Countries in Southeast Asia are on high alert over fears that a mysterious respiratory illness gripping a central Chinese city could spread after a scare in Singapore.
In Singapore, a three-year-old girl with pneumonia was warded and isolated after travelling from Wuhan as a precautionary measure.
But on Saturday, the Ministry of Health said tests confirmed her pneumonia was not linked to the virus outbreak in Wuhan, reported local news site Today Online.
“Epidemiological investigations, clinical assessment and laboratory results from the suspect case… showed the case is not linked to the pneumonia cluster in Wuhan,” said the ministry.
Health authorities in Malaysia have set up temperature screening facilities in airports to single out any passengers with abnormal temperatures.
“We will monitor the international entry points to ensure that arrivals from Wuhan go through temperature screening, and if [a] temperature is detected, a second examination will be carried out at the quarantine centre.
“Those suspected of being infected by the illness would be referred to the nearest medical facility,” said the Malaysian Health Ministry’s Disease Control Division.
In Thailand, Public Health Minister Anutin Charnvirakul urged the general public to stay calm and gave assurances that travellers that airports serving daily flights from Wuhan have had temperature screening devices installed.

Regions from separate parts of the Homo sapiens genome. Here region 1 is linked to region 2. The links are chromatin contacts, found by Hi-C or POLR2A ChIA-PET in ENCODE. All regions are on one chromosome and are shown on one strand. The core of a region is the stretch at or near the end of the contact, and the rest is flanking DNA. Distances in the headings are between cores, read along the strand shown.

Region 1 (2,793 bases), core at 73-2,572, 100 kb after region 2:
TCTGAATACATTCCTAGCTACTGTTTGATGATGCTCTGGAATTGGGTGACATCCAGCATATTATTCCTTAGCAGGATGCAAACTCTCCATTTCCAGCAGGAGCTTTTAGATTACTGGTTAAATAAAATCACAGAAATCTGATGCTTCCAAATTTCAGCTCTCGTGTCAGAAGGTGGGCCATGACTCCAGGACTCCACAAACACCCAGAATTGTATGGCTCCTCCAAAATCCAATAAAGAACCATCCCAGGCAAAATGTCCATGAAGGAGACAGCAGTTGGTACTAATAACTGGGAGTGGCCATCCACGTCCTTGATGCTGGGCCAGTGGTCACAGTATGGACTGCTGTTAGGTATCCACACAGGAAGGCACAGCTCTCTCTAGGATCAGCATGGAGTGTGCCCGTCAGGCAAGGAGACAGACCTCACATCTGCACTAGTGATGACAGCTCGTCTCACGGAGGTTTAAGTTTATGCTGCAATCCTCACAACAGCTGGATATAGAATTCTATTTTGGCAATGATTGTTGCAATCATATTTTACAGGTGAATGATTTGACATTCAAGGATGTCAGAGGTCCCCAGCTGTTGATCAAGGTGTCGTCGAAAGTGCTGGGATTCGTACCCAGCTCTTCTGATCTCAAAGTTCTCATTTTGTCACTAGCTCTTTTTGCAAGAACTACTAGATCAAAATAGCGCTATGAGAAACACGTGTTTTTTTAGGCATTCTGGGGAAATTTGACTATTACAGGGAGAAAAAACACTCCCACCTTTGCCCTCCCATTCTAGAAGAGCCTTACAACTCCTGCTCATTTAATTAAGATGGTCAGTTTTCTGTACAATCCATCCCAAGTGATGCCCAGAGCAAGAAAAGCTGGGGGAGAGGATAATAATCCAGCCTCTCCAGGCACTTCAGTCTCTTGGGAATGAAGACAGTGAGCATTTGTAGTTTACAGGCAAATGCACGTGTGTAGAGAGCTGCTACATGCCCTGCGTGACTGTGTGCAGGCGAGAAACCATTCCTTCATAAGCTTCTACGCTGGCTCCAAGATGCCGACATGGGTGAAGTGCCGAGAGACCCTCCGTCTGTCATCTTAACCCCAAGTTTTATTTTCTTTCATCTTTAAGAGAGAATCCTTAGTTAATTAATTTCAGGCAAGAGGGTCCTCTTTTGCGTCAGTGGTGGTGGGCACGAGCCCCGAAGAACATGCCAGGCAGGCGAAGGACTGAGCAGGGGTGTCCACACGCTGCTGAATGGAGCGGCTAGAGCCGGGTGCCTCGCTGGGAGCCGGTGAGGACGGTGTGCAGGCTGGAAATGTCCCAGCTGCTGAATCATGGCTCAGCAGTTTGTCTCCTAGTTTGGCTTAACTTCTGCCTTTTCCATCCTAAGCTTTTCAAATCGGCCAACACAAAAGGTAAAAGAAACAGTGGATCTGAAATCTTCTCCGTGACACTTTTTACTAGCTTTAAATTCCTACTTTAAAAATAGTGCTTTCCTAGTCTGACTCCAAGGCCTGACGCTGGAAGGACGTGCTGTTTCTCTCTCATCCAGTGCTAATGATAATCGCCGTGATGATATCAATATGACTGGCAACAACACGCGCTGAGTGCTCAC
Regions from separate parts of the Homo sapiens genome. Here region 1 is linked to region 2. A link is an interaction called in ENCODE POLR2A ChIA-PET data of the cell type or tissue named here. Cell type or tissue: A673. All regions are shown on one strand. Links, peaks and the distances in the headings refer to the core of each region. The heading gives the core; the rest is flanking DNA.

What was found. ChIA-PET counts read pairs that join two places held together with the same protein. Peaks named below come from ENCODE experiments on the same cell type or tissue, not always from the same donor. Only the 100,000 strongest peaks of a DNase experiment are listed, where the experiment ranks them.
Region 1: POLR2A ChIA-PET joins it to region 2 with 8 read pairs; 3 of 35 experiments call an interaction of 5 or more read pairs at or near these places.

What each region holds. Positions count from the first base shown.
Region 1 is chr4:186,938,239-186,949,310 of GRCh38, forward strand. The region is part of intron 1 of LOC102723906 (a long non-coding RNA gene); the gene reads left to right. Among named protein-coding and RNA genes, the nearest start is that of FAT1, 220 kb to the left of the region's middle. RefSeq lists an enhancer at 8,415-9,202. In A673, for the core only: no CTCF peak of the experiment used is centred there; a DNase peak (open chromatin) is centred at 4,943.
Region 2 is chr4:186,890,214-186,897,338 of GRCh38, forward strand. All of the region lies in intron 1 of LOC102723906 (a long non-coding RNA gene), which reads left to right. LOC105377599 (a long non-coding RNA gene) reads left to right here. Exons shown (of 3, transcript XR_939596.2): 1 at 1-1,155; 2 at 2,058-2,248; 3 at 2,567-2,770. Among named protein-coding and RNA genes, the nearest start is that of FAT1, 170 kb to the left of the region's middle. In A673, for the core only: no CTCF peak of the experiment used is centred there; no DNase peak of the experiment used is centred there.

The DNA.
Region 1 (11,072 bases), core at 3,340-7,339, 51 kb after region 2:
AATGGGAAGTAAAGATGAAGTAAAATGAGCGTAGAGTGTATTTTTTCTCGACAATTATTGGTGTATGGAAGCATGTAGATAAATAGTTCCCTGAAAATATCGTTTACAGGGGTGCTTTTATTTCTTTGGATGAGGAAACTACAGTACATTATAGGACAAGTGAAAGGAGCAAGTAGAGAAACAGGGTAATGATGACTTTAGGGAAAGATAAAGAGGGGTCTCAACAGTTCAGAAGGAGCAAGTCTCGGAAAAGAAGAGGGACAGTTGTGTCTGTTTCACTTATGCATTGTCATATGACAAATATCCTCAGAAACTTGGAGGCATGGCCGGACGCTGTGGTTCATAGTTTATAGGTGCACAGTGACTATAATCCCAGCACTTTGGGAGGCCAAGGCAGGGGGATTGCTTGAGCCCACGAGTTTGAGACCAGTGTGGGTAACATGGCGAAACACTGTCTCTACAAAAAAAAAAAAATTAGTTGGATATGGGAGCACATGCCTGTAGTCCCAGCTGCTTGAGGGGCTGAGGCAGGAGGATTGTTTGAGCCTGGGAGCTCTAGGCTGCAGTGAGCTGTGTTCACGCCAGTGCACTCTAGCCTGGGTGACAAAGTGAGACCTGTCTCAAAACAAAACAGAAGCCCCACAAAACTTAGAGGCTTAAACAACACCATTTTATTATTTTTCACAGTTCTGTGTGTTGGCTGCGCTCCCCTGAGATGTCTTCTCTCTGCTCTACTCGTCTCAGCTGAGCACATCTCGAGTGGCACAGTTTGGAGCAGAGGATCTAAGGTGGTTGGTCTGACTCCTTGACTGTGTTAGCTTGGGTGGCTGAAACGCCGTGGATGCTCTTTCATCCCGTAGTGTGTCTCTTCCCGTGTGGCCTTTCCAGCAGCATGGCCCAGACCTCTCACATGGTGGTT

According to the Bangkok Post, Mr Charnvirakul said health officials have dealt with communicable diseases including bird flu and SARS before.
He said: “We have things under control. There’s no problem here.”
Hong Kong authorities have activated a newly-created “serious response” level in response to the outbreak.
The Hospital Authority there said on Sunday there were 15 patients being treated for symptoms after recent visits to Wuhan.
As of Sunday, 59 people were diagnosed with the mystery illness, which has been dubbed Wuhan pneumonia, and have been isolated while they receive treatment.
The Wuhan Municipal Health Commission said seven of those diagnosed were in critical condition.
Initial investigations ruled out SARS as well as Middle East respiratory syndrome, influenza, bird flu and adenovirus.
“As of now, preliminary investigations have shown no clear evidence of human-to-human transmission and no medical staff infections,” said the commission.
The spread of the illness in the city echoes the 2002-2003 severe acute respiratory syndrome (SARS) epidemic that killed over 700 people in mainland China, Hong Kong and elsewhere.
Several patients were working at the South China Seafood City food market in Wuhan, which the World Health Organisation (WHO) said could indicate an exposure link to animals.
The WHO said it is closely monitoring the situation and maintaining contact with Chinese authorities, but have no advised any necessary travel or trade restrictions at this time.